Aside from the COVID-19 pandemic, a key theme of 2020 has been diversity and inclusivity. This two-part update addresses this theme in detail
Can we prevent tenants taking out the Green Deal or can we place conditions on consent?
From a landlord perspective, you will often want to prevent your stock from having non-standard fixtures. Green Deal measures are likely to be classed as improvements under tenancy agreements, for which landlords usually cannot unreasonably withhold consent. We haven’t had any cases yet about what ‘reasonable’ and ‘unreasonable’ means in a Green Deal context. It will be interesting to see how this aspect of landlord and tenant law interplays with the landlord consent which is required to the Green Deal plan (ie. the charge on the electricity meter).
Ultimately, it appears that landlords can refuse the Green Deal plan under the Green Deal regulations but will not usually have the right to unreasonably refuse an improvement. If you are minded to consent to improvements and the associated Green Deal plan, that consent may need to be on condition that a warranty is received for the installation. The warranty should be reviewed from a legal perspective and the expenses for this and your administration can be charged as part of giving consent.
Are we allowed to recommend one or two trusted Green Deal providers in our areas to our tenants?
You would need to consider how you arrive at a position where you can endorse one particular provider over any other. How much control would you want or need over the endorsed provider? If the landlord is receiving some benefit and also has extensive control over the works being carried out, it begins to look like a public works contract and other contractors that haven’t been ‘endorsed’ might challenge on the basis that you have not gone through the proper procurement process. An even more pressing point relates to your reputational issues if the endorsed provider does not perform. The landlord will have only limited control over the quality of the advice provided to its tenants or the quality of the works being implemented. Your tenants will be looking for you to sort out problems if things go wrong with a provider endorsed by you, whether it is your legal liability or not.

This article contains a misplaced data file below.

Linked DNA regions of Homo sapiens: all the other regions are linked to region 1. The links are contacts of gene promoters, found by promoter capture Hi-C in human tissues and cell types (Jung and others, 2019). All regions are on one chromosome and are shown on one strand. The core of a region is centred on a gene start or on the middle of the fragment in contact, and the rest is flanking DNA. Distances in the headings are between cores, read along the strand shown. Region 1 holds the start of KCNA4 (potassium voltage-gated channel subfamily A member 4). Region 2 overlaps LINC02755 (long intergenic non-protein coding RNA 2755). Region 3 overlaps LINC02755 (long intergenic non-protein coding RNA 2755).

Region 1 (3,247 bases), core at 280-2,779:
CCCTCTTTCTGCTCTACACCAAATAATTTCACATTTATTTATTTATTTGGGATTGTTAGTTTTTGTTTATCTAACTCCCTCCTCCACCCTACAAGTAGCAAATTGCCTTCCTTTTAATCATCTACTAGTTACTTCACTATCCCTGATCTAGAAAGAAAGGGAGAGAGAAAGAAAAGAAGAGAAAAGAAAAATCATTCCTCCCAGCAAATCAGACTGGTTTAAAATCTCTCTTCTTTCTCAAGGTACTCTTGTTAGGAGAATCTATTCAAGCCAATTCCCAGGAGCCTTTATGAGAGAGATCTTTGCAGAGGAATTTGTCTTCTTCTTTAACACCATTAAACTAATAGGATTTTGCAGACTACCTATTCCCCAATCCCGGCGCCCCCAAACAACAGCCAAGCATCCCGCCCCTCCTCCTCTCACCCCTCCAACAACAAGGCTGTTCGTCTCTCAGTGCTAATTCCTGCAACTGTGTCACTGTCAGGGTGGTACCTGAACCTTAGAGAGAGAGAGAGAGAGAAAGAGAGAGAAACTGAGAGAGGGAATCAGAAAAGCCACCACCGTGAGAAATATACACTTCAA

How can we most actively participate in the Green Deal?
If you provide works or services in-house and you have spare capacity, you might think about becoming a registered installer or assessor and working as a sub-contractor for your local Green Deal providers.
If you have more ambitious plans for creating economic activity in your area (covering owner occupiers or private landlords' stock as well), then how about creating a Green Deal business? This may involve partnering with a contractor or utility service and this might also attract additional government funding. Be aware of the procurement challenges (you might need to run an OJEU competition for any work or services delivered by the partner) and any trading implications for your charitable status. You are also likely to need your funders’ consent. However, these hurdles will be well worth it if you can help your community flourish by maximising the opportunities for creating training and jobs, and reducing the instances of people living in under-heated homes.
Covid-19 has resulted, on the whole, in a marked co-operation between contracting authorities and their suppliers as everybody focuses on maintaining delivery as far as possible.
Employment Tribunal rules in favour of claimants in minimum wage case – has the interpretation of “working time” changed?
As we enter a recession, we have been here before, and a key question is what did we learn and how can we benefit from that learning?
It is anticipated that as lockdown restrictions ease, and particularly with children and young adults returning to education, cases of meningitis will start to rise.
As we continue to emerge from lockdown measures and deal with local measures and the short and long term economic impact of Covid-19, local authorities will need to re-assess how services will be delivered for years to come.
The Government first announced plans for a shared ownership right to buy in October 2019. At the time the sector raised concerns about the impact the plans would have on housing associations ability to borrow. An election and a pandemic later the Government announced, during the CIH Housing Festival last week, the return of the right to shared ownership as part of its Affordable Homes Programme (AHP).
Two final pieces of the possession jigsaw have been published on 15 September 2020. Mr Justice Knowles’ working group on possession proceedings has issued its guidance on the “overall arrangements” for possession proceedings.
One change proposed by the Building Safety Bill is the introduction of a duty holder regime, which will see statutory responsibility for the safety of higher risk buildings placed on key individuals
Throughout this pandemic, the Competition and Markets Authority (CMA) has been publishing various “Statements on Coronavirus” (Statements) which provide guidance on consumer rights during this time.
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